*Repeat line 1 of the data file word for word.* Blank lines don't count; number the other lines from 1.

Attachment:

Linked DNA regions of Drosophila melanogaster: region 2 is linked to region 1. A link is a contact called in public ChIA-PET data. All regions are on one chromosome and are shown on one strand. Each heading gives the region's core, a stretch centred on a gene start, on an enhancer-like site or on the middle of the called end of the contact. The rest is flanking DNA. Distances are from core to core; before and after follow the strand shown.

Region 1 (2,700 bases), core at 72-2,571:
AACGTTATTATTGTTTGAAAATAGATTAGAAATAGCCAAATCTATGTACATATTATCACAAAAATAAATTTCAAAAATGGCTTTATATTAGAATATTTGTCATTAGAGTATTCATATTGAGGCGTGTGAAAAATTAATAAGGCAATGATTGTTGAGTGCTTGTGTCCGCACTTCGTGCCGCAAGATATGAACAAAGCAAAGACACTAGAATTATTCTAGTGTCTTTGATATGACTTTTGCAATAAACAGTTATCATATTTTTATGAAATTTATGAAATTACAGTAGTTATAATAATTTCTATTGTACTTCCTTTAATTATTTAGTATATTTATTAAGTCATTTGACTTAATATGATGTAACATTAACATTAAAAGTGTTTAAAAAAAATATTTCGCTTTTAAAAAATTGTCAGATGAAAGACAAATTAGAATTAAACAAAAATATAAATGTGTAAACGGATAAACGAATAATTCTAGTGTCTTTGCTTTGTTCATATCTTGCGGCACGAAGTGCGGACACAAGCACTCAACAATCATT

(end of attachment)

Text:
Linked DNA regions of Drosophila melanogaster: region 2 is linked to region 1. A link is a contact called in public ChIA-PET data. All regions are on one chromosome and are shown on one strand. Each heading gives the region's core, a stretch centred on a gene start, on an enhancer-like site or on the middle of the called end of the contact. The rest is flanking DNA. Distances are from core to core; before and after follow the strand shown.